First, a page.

Thursday, May 5, 2016 12:25 am
Picking up the check
Why should public schools train private workers?
The memory of it lingers after 50 years. Lunchtimes when I was a student in District 186 schools meant mock pizza pie. While that dish was an awful eating experience, it was a valuable learning experience, because pondering what was in it made me realize that not everything I was being offered in school was quite what it seemed.
Today, I read, District 186 kids are learning other things from food. Lanphier High School now offers its freshmen an Introduction to Culinary Arts, and sophomores and juniors can earn further credit in topics culinary from baking and pastry arts to international foods. As seniors, they can put it all to use helping to prepare meals for sports banquets and teacher in-service days – a chance for students to cram things down their teachers’ throats for a change. According to a recent State Journal-Register report by Jason Nevel, the program also helps students find work in local restaurants while still in school.
Chelsey Ziebler, the family and consumer science teacher behind the program, sounds like a classic policy entrepreneur. Every largish organization (including State of Illinois agencies) has them – bright people who invent new programs and who are adept at marketing them to their superiors, who in turn invest resources in the form of manpower or money to make them happen. Ziebler said she hopes someday to build a commercial kitchen and restaurant staffed by students that is open to the public over the lunch hour.
Training older adolescents in real-world skills is a great idea whatever the subject. Done right, a sequence of culinary courses is an opportunity to teach disciplines such as history, anthropology, math and science, or at least apply in a new context what students have already learned. (For years the best popular science program on TV was Alton Brown’s “Good Eats.” Best popular history program too, come to think of it.)
The kids in the Lanphier program say they are grateful for the chance to learn marketable skills because they are not interested in college. They are among the roughly one-third of U.S. high schoolers who don’t buy the college con. Nonetheless, as I complained in a 2013 column, “Do by learning,” schools have been focused on college prep while what used to be called vocational training struggles for resources and respect. The low state of training for blue-collar or, in this case, no-collar jobs owes much to status snobbery, and District 186 did well when it renamed the old home ec kitchen at Lanphier the “culinary lab.” “Presentation” matters as much when you offer a school course as when you offer a dinner course.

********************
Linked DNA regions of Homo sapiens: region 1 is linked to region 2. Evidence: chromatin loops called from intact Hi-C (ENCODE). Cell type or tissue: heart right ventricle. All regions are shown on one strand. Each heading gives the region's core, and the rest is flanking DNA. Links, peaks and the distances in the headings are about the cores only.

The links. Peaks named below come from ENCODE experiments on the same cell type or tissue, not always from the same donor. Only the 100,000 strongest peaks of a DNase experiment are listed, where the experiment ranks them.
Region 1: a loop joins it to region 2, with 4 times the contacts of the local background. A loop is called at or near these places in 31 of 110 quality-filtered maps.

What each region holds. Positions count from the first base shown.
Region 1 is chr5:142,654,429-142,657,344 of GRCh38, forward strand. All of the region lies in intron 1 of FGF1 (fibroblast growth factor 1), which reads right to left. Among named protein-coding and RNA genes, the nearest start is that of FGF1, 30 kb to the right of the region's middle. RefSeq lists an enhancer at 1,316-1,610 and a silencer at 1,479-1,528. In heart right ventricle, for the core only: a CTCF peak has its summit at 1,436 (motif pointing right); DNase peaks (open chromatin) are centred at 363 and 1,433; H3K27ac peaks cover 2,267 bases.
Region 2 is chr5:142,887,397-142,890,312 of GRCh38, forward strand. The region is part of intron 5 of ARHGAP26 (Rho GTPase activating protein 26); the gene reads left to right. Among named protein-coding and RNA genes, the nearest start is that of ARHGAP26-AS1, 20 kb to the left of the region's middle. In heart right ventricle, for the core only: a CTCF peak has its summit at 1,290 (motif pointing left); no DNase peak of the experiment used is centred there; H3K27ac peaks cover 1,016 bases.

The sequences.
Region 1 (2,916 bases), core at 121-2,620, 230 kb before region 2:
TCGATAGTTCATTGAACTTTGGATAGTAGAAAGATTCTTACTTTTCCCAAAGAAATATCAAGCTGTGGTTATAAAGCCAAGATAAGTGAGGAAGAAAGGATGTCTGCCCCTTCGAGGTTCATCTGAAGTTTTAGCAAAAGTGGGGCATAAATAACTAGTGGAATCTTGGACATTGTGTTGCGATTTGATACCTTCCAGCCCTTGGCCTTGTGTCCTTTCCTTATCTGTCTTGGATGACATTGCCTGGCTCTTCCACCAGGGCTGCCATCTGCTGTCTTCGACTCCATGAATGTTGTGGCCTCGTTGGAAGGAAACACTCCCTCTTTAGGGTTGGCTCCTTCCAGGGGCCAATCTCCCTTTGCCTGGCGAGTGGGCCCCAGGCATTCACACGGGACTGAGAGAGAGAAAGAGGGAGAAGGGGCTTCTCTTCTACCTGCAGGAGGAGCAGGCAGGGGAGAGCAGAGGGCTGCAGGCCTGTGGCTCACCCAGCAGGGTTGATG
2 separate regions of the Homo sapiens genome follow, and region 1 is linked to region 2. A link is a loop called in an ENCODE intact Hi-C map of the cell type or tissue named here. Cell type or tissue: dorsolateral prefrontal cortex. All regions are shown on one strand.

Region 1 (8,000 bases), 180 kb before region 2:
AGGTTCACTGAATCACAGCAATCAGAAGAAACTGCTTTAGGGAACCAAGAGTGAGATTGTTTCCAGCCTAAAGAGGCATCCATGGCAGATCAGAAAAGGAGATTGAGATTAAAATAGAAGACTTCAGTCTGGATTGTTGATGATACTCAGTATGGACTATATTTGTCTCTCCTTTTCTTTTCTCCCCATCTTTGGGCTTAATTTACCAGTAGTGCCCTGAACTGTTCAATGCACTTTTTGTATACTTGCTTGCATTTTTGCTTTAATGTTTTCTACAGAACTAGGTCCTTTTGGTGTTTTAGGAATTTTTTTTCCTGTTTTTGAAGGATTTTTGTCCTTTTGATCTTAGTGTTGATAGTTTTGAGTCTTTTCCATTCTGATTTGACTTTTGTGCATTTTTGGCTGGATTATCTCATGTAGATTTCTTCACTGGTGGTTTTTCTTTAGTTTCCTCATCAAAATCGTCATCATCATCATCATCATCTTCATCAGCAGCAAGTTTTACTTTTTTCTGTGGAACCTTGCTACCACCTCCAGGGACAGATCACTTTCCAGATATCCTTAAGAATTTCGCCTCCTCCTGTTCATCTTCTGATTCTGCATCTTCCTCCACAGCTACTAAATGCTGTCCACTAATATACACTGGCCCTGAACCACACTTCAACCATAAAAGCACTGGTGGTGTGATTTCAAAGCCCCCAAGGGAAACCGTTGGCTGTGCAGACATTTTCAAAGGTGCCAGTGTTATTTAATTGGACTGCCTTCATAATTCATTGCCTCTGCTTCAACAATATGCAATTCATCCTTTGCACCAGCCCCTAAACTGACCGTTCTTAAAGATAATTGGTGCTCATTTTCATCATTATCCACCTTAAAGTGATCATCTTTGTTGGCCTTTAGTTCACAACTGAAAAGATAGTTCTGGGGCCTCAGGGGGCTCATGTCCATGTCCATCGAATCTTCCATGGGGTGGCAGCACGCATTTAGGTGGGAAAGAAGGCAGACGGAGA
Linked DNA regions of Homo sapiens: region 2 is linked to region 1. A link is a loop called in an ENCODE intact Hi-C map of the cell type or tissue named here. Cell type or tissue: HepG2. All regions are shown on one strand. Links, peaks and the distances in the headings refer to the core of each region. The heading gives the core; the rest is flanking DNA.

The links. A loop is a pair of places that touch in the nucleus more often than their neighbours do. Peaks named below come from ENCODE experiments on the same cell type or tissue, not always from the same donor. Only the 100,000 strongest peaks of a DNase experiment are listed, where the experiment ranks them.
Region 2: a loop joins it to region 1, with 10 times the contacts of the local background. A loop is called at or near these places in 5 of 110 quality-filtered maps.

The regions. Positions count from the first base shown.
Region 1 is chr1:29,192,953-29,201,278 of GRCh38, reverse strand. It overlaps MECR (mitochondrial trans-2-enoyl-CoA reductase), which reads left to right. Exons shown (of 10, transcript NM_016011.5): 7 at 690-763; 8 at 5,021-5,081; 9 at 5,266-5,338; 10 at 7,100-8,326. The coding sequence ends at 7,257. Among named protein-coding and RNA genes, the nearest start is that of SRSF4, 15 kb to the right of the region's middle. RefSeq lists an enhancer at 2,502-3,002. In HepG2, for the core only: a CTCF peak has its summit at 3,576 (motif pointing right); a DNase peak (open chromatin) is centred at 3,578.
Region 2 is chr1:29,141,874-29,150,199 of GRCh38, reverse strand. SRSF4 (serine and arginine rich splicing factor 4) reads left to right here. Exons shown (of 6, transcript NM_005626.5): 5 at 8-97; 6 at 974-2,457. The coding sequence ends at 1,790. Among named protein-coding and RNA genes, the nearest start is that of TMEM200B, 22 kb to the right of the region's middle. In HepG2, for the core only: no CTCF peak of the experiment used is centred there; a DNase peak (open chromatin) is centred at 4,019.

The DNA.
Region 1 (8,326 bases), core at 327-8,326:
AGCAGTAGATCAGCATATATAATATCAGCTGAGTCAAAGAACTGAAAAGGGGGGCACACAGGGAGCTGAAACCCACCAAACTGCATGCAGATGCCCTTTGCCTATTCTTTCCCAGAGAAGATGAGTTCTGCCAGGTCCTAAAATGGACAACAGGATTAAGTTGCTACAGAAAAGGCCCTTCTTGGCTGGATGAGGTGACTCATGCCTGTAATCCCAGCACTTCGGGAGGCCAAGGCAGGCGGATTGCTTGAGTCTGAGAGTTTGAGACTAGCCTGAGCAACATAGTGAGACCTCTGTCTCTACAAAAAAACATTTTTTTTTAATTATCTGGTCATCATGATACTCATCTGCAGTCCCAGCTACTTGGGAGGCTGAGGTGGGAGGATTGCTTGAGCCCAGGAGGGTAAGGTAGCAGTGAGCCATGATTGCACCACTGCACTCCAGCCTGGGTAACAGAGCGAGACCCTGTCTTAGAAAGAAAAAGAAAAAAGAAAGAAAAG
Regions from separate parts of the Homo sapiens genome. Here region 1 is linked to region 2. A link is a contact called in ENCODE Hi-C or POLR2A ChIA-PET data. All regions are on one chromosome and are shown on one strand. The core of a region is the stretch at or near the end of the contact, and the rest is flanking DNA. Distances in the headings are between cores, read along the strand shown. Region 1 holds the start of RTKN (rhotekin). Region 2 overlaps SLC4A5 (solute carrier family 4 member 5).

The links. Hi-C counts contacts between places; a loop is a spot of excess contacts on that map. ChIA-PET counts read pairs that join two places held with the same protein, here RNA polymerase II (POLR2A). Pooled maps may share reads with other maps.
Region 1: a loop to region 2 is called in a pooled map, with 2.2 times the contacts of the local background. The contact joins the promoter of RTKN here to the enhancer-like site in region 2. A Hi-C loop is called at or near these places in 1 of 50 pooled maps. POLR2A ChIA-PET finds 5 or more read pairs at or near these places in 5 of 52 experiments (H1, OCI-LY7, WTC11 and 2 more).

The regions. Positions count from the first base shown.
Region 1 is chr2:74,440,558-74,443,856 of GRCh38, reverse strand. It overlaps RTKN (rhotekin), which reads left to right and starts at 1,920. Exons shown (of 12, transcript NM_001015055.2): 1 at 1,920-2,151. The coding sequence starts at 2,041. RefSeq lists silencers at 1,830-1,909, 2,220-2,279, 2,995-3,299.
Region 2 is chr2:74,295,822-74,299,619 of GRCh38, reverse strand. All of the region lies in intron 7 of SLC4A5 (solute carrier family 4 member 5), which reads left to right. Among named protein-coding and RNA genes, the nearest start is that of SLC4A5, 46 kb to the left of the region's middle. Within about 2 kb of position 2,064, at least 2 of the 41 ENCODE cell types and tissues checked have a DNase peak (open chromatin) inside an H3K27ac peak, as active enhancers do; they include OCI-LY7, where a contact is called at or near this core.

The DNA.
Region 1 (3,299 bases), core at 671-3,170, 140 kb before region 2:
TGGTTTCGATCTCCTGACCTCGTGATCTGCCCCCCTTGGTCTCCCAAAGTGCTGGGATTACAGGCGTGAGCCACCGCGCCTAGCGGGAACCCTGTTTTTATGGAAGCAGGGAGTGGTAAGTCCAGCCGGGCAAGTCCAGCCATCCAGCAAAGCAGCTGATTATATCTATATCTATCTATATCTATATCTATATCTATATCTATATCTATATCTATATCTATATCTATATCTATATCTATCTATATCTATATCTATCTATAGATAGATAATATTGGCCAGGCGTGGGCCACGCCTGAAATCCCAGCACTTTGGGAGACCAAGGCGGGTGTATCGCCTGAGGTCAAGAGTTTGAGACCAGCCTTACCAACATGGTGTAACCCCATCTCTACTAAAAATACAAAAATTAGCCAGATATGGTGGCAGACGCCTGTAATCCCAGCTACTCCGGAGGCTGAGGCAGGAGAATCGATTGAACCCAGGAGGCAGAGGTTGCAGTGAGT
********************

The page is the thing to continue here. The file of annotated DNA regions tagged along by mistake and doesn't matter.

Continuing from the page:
But is culinary training much better? True, you can get a job without putting your future in hock with student loans, and I expect that these kids will find jobs doing what they are trained for, which is not true of most of their classmates who go on to college. (Machines in restaurants threaten servers’ jobs, but the cooks are probably safe for another generation.) But then being a chef has lower starting salaries than almost all college majors, too. And while kitchen work in a sit-down restaurant is one step up from mustard slapping at a burger joint, it remains high-stress low-wage work. Judging from the website of a big Illinois restaurant trade association, the questions most frequently asked by its members about employee relations are as follows:
Do I have to pay my employees for training sessions and staff meetings?
Can I charge my servers or cashiers for cash shortages or walkouts?
Can I charge my employees for damaged property or breakage?
Do I need to pay for time taken off for breaks?
When do I need to give a break?
Can I deduct the cost of employee meals from the wages that I pay?
A juice orange doesn’t get squeezed so hard.
Which brings up a larger question. Call it vocational training or call it artisanal apprenticeships – is job training really 186’s job to begin with? Why should public taxpayers pay to train workers for private businesses? The Illinois Restaurant Association, for example, offers model curricula, scholarships for the college-bound and competitions for high schoolers along the lines of science fairs or state sport championships, all to encourage youngsters to go into their line of work. What it doesn’t offer, apparently, is to pay for programs like Lanphier’s.
Ah, you say, local restaurants are property tax-payers, and they thus have the right shape the local schools they pay for, just everyone else. Do they? A curriculum is not a menu at a restaurant from which the customer gets to have it done their way. I say leave the learning to schools, and the training of entry level workers to the businesses that benefit from them. Ms. Ziebler has shown those businesses how it can be done; all they have to do is pick up the check.
Correction: In the original versions of this column I stupidly mis-spelled the name of the woman who runs Lanphier's successful culinary arts program. She is in fact Chelsey Ziebler. Sorry.
Contact James Krohe Jr. at CaptBogue@outlook.com.
Contact James Krohe Jr. at CaptBogue@outlook.com.